What Are Moths Good For?
When most people think of moths they conjure up images of greyish-brown creatures fluttering around the porch lights. Moths also show up as unwanted pests in the flour and destructive vermin munching on cashmere sweaters. But there are around 200,000 species of moth and a great majority of them are beneficial to the environment.
Moths outnumber butterflies by more than 10 to 1. There’s about 11,000 species in the United States alone, more than all the bird and mammal species combined. Moths can be incredibly tiny—the size of a pencil tip. They can also be huge! The Atlas moth of Southeast Asia is as big as a bird with a wingspan of nearly 12 inches. The biggest moth found in North America is the 4.5 inch Royal Walnut moth.
There are definitely bad actors in the moth pantheon. The corn earworm, in its caterpillar stage, wreaks havoc in cornfields. But most moths are nectar suckers who pollinate a wide variety of plants. The hummingbird moth hovers in front of flowers and uses its long tongue to drink the nectar of honeysuckle and verbena.
When not eating dinner, moths are dinner. They appear in large numbers and are an important source of food for bats. In caterpillar form, moths provide food for nesting birds which feed the fuzzy little bugs to their young. Caterpillars are also eaten by frogs, spiders, lizards, mice, and many other forest creatures.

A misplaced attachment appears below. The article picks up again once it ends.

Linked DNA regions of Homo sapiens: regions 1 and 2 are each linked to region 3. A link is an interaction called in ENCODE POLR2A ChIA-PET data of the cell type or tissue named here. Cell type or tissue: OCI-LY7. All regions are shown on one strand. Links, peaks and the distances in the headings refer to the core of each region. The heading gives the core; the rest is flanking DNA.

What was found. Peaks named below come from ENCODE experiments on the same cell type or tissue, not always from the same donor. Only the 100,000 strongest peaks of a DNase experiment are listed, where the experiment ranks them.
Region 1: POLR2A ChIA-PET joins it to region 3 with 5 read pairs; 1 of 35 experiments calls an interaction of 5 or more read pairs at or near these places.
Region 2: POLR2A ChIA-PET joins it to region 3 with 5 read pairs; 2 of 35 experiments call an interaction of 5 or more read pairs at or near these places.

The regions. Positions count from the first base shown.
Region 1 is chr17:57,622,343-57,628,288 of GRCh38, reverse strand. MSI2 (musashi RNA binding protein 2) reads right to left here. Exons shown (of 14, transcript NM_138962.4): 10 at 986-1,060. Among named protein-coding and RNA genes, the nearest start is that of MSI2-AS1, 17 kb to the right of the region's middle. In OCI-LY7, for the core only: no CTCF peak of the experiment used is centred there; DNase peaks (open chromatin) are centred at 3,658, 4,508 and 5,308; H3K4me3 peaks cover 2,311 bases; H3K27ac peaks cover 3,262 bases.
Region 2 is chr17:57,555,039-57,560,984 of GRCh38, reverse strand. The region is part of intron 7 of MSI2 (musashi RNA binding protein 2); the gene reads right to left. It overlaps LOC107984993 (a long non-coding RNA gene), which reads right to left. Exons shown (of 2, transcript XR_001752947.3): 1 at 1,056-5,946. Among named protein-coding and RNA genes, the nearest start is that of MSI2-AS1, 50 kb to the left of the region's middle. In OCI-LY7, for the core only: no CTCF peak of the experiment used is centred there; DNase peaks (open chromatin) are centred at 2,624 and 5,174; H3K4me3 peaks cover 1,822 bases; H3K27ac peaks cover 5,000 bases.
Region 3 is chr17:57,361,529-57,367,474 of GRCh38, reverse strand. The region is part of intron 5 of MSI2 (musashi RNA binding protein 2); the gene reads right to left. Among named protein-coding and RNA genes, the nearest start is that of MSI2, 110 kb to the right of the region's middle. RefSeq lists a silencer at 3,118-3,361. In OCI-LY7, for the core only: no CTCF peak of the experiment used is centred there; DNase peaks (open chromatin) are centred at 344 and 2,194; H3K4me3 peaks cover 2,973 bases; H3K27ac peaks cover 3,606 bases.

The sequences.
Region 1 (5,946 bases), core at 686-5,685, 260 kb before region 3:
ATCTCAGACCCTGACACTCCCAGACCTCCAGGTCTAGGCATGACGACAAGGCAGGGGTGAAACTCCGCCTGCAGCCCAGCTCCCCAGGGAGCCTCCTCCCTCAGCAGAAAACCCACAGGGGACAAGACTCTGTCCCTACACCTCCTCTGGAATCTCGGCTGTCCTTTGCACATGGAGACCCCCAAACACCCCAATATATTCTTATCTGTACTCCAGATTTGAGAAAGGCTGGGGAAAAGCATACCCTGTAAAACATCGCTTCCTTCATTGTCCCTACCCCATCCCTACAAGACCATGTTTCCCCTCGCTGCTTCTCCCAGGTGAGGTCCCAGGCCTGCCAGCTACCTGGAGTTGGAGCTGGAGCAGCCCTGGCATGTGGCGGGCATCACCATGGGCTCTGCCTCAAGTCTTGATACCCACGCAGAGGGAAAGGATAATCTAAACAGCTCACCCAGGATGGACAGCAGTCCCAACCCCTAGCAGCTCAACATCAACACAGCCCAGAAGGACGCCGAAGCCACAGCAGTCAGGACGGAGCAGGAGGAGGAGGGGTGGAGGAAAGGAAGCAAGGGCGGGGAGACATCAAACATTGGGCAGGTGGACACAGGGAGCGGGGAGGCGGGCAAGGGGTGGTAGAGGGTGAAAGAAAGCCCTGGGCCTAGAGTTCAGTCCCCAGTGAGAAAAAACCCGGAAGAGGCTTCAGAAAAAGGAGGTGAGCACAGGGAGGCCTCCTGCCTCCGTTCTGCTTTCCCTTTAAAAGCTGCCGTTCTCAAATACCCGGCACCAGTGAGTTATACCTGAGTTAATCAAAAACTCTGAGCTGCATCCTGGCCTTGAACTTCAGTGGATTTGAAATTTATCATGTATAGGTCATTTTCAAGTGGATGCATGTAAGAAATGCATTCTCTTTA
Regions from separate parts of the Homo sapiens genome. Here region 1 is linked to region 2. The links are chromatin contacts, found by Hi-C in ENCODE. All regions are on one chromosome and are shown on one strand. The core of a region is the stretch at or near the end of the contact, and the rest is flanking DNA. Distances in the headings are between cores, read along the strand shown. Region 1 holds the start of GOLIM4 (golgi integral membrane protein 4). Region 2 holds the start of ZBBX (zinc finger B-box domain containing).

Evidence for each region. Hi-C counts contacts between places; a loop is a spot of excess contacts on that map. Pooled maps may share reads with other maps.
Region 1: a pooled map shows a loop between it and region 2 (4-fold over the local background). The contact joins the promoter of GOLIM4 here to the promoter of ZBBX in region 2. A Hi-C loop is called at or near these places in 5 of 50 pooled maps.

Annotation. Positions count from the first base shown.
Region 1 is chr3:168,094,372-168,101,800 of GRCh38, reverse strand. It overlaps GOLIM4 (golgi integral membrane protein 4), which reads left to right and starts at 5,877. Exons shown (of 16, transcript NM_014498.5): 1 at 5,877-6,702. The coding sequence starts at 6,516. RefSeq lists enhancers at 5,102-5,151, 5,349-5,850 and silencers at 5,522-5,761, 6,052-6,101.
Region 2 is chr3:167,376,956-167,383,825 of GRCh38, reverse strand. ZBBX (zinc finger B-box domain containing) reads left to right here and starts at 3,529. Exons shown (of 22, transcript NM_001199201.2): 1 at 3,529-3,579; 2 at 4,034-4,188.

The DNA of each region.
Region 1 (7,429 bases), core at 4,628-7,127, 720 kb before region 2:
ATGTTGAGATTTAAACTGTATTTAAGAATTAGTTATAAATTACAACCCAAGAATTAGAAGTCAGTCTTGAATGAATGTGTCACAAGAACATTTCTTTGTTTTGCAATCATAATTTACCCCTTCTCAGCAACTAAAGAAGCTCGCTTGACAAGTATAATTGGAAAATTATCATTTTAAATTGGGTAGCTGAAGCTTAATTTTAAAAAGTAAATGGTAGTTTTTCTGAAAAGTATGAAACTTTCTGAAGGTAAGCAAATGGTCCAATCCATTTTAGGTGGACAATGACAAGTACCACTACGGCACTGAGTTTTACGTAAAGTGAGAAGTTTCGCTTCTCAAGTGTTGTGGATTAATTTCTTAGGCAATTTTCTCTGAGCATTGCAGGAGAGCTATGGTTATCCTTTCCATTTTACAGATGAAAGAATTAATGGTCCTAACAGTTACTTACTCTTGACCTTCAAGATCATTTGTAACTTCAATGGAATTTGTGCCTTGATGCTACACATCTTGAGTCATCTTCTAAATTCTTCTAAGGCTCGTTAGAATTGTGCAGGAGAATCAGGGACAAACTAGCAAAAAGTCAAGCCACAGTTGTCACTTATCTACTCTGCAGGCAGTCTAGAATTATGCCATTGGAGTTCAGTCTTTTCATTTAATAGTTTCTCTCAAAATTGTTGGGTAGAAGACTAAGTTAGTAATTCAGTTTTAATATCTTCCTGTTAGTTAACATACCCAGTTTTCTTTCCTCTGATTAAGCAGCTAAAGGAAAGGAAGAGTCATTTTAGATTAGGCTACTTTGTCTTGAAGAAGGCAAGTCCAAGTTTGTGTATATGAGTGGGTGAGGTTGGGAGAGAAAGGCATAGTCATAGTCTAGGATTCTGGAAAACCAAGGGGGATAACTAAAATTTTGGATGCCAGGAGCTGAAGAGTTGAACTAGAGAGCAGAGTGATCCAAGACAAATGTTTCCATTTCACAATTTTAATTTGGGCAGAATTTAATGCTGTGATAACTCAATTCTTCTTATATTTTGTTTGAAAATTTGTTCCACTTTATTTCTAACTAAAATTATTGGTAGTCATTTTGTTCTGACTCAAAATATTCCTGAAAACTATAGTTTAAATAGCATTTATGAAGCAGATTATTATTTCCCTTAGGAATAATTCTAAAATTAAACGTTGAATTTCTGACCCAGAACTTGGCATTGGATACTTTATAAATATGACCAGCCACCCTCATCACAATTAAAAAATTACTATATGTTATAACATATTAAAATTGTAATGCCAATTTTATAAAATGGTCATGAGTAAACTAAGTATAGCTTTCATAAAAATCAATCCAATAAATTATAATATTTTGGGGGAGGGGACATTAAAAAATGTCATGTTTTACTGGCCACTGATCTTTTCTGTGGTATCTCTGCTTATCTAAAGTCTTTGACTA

Humans are also reliant on moth protein in some parts of the world. Caterpillars are packed with nutrition and healthy fats. A single large caterpillar can provide 100 percent of the daily requirements for zinc, calcium, iron, and potassium. That’s why caterpillars are eaten by 90 percent of the population in some African countries.
While dining on caterpillars might not appeal to some, the creatures play a vital role in telling us about our environment. Because moths are so widespread, found in so many different ecosystems, and so sensitive to change, scientists consider the insects to be an indicator species. By monitoring moth numbers and range, researchers can determine the effects of pesticides, air pollution, climate change, and new farming practices. So next time you see a beautiful, colorful winged insect flutter by, consider that is probably isn’t a butterfly. Ten to one, it’s a moth and it is most likely performing a beneficial service and keeping the ecosystem healthy.